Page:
Graph Phun in Solr

Scott StultsNovember 11, 2015

Recently Solr has acquired graph search capability similar to what you’d find in TitanDB or Neo4J. Essentially it acts as a collector that traverses link_from to link_to, while optionally applying a filter query each step of the way. You can also decide to return all connected hops or just the leaves.

SOLR-7543: Create GraphQuery that allows graph traversal as a query operator

Now, general purpose graph databases have a radically different storage model than Lucene’s Inverted Index, so performing complex or deep graph queries is not an option. The trade-off is that the traversal depth is restricted to 4. At that depth you’re still able to model something like Role-Based Access Control or query augmentation with hypernyms an hyponyms.

Hyponyms and Hypernyms

Hyponyms and Hypernyms

Role-based Access Control

Role-based Access Control

Since this is so new you’ll need to pull down the latest version of Solr and build it. If you prefer git, you can also pull down the source from the GitHub mirror.

To get a feel for how this works I decided to use WordNet1 to index some words along with their hypernyms with pysolr and nltk. The indexing code itself isn’t that interesting so I won’t go into its details here, but here’s the Gist.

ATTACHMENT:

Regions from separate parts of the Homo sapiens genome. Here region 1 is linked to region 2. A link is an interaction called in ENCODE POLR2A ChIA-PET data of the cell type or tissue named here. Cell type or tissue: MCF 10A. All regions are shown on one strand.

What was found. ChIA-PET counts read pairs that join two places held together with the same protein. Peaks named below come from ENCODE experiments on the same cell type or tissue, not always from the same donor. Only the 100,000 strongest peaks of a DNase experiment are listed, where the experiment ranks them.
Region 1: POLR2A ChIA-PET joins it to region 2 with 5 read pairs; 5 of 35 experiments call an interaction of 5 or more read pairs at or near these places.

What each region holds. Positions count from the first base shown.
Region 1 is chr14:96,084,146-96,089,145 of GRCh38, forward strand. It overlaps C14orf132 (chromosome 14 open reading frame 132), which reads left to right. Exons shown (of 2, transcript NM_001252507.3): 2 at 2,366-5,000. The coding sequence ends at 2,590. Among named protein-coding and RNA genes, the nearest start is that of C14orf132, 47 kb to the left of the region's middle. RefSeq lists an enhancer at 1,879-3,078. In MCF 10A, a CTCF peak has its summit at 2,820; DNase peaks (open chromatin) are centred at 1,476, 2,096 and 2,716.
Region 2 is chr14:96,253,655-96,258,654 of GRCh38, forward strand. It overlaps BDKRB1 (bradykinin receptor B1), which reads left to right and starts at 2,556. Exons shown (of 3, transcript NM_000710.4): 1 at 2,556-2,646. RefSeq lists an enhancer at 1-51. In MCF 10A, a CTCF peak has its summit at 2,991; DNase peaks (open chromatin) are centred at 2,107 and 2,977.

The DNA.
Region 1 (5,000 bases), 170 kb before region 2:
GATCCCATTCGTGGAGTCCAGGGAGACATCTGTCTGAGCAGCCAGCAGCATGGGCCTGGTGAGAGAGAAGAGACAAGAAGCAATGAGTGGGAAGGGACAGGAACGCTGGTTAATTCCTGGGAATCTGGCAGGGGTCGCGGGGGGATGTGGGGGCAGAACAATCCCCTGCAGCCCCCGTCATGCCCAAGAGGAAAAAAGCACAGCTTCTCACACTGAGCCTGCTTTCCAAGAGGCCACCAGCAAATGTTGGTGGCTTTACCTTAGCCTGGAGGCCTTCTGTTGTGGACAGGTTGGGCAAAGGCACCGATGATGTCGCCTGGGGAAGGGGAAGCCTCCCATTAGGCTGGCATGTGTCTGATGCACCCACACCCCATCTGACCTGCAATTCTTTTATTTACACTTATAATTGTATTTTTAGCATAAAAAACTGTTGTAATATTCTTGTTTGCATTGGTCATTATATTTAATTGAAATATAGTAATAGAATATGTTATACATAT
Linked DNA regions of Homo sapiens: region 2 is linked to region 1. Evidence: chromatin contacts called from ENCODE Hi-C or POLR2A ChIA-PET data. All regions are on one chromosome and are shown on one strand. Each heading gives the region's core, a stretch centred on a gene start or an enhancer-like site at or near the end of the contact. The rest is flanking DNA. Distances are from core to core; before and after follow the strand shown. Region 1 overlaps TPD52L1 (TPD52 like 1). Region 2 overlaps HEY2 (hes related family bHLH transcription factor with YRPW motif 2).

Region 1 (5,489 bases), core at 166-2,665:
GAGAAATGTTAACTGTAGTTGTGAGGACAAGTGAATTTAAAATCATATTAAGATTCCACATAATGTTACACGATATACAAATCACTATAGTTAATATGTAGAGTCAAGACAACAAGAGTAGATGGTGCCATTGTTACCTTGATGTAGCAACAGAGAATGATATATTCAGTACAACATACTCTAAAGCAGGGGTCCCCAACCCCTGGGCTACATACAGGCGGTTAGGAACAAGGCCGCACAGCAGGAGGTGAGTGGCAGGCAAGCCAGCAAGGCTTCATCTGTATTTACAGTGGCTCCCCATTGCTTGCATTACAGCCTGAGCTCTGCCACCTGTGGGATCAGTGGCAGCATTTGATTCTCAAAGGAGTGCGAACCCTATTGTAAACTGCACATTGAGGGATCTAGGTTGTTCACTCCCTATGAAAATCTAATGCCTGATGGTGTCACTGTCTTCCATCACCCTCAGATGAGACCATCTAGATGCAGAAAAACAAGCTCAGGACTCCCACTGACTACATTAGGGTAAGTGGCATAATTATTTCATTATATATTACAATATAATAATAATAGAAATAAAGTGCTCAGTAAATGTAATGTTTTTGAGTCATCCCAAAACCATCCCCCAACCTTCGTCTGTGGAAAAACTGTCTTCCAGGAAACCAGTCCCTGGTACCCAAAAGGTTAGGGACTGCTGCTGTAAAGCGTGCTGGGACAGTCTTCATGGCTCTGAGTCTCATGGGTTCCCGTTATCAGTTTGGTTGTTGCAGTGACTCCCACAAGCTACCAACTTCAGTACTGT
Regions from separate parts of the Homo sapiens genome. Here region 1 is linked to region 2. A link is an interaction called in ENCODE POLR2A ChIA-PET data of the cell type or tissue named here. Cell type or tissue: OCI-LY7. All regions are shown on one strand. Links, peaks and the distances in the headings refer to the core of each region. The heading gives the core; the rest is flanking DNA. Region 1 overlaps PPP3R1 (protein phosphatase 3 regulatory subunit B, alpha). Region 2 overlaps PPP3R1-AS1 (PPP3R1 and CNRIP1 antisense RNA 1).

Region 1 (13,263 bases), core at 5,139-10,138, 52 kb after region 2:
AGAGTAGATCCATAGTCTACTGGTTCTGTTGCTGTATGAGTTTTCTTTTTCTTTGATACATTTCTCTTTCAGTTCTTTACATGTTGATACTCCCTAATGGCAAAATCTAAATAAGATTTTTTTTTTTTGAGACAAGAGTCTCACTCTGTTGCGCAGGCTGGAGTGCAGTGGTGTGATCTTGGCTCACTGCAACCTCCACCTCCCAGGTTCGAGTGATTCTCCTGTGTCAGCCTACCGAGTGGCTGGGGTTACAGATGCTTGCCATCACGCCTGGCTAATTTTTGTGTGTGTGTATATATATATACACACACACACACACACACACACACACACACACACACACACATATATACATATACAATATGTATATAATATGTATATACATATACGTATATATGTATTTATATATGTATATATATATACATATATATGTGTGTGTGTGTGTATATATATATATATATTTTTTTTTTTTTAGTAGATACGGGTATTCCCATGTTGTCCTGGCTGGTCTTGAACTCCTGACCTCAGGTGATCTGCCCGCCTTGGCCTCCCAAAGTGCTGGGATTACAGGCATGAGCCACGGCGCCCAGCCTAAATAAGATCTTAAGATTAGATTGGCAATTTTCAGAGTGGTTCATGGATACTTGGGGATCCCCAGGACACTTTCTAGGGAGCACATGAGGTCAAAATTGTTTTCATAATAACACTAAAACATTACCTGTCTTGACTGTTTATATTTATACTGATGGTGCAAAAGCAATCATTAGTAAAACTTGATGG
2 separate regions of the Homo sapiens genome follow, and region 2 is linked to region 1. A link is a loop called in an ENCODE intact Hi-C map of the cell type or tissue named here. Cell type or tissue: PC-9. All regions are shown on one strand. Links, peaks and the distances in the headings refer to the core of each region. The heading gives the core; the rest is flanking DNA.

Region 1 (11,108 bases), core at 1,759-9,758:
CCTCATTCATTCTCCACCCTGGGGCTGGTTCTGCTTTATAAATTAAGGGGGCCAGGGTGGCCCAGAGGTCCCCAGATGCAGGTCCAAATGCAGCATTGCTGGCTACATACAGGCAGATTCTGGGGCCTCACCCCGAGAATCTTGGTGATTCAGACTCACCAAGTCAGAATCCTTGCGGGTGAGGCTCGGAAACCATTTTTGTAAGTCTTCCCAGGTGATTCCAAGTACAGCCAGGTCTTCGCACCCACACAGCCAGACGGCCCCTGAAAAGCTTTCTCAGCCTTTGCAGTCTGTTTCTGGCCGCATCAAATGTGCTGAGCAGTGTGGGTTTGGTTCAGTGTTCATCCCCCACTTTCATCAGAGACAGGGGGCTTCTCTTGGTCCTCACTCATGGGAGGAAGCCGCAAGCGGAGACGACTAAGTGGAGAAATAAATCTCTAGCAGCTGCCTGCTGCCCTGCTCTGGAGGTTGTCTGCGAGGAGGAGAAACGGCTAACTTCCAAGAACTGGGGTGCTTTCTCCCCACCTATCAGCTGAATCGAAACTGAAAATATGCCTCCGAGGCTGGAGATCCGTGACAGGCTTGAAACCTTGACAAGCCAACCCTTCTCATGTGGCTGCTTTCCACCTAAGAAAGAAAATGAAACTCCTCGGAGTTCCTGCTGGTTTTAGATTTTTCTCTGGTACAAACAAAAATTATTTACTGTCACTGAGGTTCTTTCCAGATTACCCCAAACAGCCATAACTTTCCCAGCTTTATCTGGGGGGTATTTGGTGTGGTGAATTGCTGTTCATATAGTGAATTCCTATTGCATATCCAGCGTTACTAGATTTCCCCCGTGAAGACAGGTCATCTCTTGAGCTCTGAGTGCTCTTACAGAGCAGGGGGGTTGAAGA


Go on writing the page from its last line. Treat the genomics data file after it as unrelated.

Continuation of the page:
The other thing I wanted to experiment with is Solr’s new schemaless capability. So once I built Solr I ran it with bin/solr -e schemaless to get a blank collection.

After the indexing code finished I opened up the Admin Console and checked out the schema. Sure enough, there were the fields, all indexed as string types. I also noticed that each was copied to the general _text_ field.

Okay, now let’s do some graph stuph! (last joke like that, I swear).

What are the hypernyms of “dog”?

Well, that’s easy because we indexed them directly as fields:

http://localhost:8983/solr/gettingstarted/select?wt=xml&indent=true&q=id:dog.n.01&fl=hypernyms

{
  "responseHeader":{
    "status":0,
    "QTime":0},
  "response":{"numFound":1,"start":0,"docs":[
      {
        "hypernyms":["canine.n.02",
          "domestic_animal.n.01"]}]
  }}

By the way, the reason it’s “dog.n.01” and not just “dog” is because WordNet is very specific about terms, and this happens to be the second word sense of “dog” the noun (unlike a perjoritive term for how someone looks, or the verb for following someone closely).

What are the hypernym’s of the hypernyms of “dog”?

So what we want to do here is start at the id field, look at the matching hypernyms field, then for each value there try to find a doc with that id:

http://localhost:8983/solr/gettingstarted/select?wt=json&indent=true&q={!graph%20from=%22id%22%20to=%22hypernyms%22%20returnRoot=%22false%22%20returnOnlyLeaf=%22false%22%20maxDepth=3}id:dog.n.01&fl=id&echoParams=none

(From now on I’ll omit the other parameters and just focus on the graph query.)

{
  "responseHeader":{
    "status":0,
    "QTime":4},
  "response":{"numFound":4,"start":0,"docs":[
      {
        "id":"animal.n.01"},
      {
        "id":"domestic_animal.n.01"},
      {
        "id":"carnivore.n.01"},
      {
        "id":"canine.n.02"}]
  }}